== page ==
Spacing: 10-12 ft. (3-3.6 m) 12-15 ft. (3.6-4.7 m) 15-20 ft. (4.7-6 m) 20-30 ft. (6-9 m)
Hardiness: USDA Zone 5a: to -28.8 °C (-20 °F) USDA Zone 5b: to -26.1 °C (-15 °F) USDA Zone 6a: to -23.3 °C (-10 °F) USDA Zone 6b: to -20.5 °C (-5 °F) USDA Zone 7a: to -17.7 °C (0 °F) USDA Zone 7b: to -14.9 °C (5 °F) USDA Zone 8a: to -12.2 °C (10 °F) USDA Zone 8b: to -9.4 °C (15 °F)
Sun Exposure: Sun to Partial Shade
Danger: Parts of plant are poisonous if ingested
Bloom Color: Inconspicuous/none
Bloom Time: N/A
Foliage: Grown for foliage Evergreen Shiny/Glossy-Textured
Other details: Average Water Needs; Water regularly; do not overwater
Soil pH requirements: 5.6 to 6.0 (acidic) 6.1 to 6.5 (mildly acidic) 6.6 to 7.5 (neutral) 7.6 to 7.8 (mildly alkaline)
Patent Information: Non-patented
Propagation Methods: From semi-hardwood cuttings From seed; winter sow in vented containers, coldframe or unheated greenhouse From seed; sow indoors before last frost From seed; direct sow after last frost
Seed Collecting: Allow seedheads to dry on plants; remove and collect seeds
On Aug 30, 2011, ogon from Paradise, CA (Zone 9a) wrote:
Incense Cedars are native throughout California and can be found in warmer zones than the listed zone 8b. They are native in abundance to my zone 9a climate, and thrive in full sun or part shade with no summer irrigation.
On Apr 20, 2010, sladeofsky from Louisville, KY (Zone 6b) wrote:
Far superior in my opinion to the more common large Thujas. It is both sturdier and more graceful. An excellent hardy conifer for the South and Midwest where weather conditions can limit the number of growable conifers.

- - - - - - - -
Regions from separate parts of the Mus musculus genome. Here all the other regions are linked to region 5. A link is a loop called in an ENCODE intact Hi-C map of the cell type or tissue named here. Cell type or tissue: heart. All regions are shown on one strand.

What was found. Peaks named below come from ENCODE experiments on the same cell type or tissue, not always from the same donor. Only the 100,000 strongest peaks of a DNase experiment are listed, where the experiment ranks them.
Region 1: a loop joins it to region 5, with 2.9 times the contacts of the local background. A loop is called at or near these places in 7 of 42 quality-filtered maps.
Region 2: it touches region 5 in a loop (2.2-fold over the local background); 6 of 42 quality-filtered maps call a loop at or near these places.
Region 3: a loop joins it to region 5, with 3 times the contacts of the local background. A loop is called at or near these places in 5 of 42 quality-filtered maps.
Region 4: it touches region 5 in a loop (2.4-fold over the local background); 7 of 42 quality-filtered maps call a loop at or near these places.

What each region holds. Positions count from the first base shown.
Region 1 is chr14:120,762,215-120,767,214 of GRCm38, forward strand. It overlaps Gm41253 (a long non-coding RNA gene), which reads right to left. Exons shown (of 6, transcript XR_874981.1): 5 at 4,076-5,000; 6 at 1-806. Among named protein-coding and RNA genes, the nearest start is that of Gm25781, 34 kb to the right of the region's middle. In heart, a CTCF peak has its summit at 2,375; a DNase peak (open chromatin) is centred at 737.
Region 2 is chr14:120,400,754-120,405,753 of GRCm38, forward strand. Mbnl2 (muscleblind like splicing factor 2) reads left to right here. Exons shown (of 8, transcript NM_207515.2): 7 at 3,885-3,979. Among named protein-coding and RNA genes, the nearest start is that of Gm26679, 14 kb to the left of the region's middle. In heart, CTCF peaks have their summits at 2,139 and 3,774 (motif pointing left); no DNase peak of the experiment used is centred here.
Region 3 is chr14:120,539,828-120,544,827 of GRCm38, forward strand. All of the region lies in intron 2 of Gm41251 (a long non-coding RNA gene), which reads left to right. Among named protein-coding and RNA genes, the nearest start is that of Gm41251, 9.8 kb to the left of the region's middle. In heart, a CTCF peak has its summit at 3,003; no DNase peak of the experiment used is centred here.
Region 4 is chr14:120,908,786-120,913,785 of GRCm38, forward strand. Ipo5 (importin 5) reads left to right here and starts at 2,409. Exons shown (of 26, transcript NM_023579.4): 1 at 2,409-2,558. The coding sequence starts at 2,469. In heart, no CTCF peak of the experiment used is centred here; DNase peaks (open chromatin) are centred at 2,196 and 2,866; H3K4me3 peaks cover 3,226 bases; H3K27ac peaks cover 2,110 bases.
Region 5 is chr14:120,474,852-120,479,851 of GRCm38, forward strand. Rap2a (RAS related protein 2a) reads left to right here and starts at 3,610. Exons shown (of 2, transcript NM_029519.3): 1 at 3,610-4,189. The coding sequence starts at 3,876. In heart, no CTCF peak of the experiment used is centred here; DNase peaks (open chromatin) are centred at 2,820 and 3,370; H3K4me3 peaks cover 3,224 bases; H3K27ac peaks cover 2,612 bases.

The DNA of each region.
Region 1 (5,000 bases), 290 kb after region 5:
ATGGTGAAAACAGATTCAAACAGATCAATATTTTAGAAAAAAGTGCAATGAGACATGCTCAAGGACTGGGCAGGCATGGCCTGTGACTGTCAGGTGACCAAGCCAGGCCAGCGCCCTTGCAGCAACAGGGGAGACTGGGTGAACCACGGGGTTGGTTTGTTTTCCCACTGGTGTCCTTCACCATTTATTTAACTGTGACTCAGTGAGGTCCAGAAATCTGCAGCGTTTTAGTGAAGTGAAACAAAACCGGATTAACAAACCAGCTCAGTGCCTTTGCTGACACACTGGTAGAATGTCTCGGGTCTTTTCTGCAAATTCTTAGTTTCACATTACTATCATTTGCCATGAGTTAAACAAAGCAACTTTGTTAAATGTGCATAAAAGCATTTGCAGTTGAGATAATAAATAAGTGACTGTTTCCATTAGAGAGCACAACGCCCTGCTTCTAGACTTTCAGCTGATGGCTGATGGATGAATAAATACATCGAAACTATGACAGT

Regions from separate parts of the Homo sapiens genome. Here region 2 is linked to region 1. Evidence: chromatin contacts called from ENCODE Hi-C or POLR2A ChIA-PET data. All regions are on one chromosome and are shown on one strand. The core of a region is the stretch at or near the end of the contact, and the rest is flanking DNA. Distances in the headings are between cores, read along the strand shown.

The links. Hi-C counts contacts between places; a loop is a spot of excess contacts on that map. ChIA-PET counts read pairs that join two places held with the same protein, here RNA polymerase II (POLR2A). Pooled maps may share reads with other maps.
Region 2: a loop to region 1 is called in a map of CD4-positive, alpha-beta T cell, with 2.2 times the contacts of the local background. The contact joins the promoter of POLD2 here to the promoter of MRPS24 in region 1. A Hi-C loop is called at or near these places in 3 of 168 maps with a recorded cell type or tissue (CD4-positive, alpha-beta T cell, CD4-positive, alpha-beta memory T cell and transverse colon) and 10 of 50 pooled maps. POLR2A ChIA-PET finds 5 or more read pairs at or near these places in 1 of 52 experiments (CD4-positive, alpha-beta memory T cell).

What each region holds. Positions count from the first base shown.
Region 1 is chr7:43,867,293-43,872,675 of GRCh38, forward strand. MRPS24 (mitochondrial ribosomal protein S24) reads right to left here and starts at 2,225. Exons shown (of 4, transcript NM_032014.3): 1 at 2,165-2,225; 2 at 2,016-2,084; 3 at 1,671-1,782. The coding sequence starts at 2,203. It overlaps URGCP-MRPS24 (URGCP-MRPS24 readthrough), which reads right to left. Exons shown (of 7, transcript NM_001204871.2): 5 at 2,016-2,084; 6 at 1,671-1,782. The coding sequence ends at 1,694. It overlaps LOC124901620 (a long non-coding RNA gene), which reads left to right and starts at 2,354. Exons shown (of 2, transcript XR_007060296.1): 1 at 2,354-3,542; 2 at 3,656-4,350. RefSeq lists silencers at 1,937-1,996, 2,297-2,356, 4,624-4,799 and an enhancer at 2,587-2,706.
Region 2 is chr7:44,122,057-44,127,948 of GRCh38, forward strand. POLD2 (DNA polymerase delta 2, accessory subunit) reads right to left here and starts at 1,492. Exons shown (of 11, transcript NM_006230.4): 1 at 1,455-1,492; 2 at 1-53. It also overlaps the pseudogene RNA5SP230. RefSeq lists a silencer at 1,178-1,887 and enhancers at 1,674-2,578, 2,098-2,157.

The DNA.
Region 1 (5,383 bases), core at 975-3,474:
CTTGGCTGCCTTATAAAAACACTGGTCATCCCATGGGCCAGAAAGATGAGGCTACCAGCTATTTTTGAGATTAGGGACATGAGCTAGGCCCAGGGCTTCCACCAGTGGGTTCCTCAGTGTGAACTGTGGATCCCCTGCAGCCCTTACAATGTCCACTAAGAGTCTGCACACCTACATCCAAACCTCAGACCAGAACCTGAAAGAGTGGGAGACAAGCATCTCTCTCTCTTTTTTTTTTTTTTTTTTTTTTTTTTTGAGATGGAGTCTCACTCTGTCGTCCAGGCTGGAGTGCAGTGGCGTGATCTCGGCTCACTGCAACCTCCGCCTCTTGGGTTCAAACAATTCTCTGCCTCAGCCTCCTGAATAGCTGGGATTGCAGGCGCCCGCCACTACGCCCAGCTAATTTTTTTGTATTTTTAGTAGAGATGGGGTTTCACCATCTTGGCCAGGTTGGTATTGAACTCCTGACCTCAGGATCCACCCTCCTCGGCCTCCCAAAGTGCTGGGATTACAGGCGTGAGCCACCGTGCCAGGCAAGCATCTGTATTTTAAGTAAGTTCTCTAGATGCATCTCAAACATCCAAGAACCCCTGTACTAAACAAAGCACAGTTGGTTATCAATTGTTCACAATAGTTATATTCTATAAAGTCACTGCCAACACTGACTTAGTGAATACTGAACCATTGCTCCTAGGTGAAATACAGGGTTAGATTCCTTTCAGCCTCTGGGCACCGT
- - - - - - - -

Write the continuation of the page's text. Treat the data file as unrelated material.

On May 3, 2007, braun06 from Peoria Heights, IL (Zone 5b) wrote:
I planted a 3.5' tall specimen last summer. It is a nice texture and color. I saw some really nice ones at the Spring Grove Cemetary in Cincinnati, Ohio a few years ago. It isnt very well known in the midwest and therefore not planted here. California Incense Cedar has very interesting bark to offset the foliage. It handled our winter lows of -8F over the winter with light browning on the lower branches. I assume this is typical since many evergreens shed old leaves as new growth begins It seems to be a late starter in the spring for Growth as it is the last thing to start growing in the yard out of many different woody plants.
On Mar 16, 2007, berrygirl from Braselton, GA (Zone 7b) wrote:
Calocedrus decurrens INCENSE CEDAR EG (z5) (WNa,Fra,Bon)
"No waving fern-frond...is more beautiful in form & texture, or half so inspiring in color & spicey fragrance"(J.Muir) as the bri-grn sprays of this majestic pyramidal tree with its reddish, deeply-furrowed bark. S/M-D
On Aug 13, 2004, lbu2881919 from Klamath Falls, OR wrote:
Slow growing tree to 150 feet . Native to the mountains of Oregon and California south to Baja . A beautifully shaped tree it is very desirable as a landscape tree and is used often here in Southern Oregon .
Has scale like, deep green, glossy leaves. Bears yellow to bronzy female cones that ripen to a deep reddish brown.
Loves well drained soil in sun or light shade.
This plant has been said to grow in the following regions:
Fremont, California Paradise, California San Diego, California Grand Junction, Colorado Hanna City, Illinois Parkway Village, Kentucky Taylorsville, Kentucky Springfield, Missouri Syracuse, New York Cincinnati, Ohio Klamath Falls, Oregon (2 reports) Laflin, Pennsylvania Bainbridge Island, Washington Spokane, Washington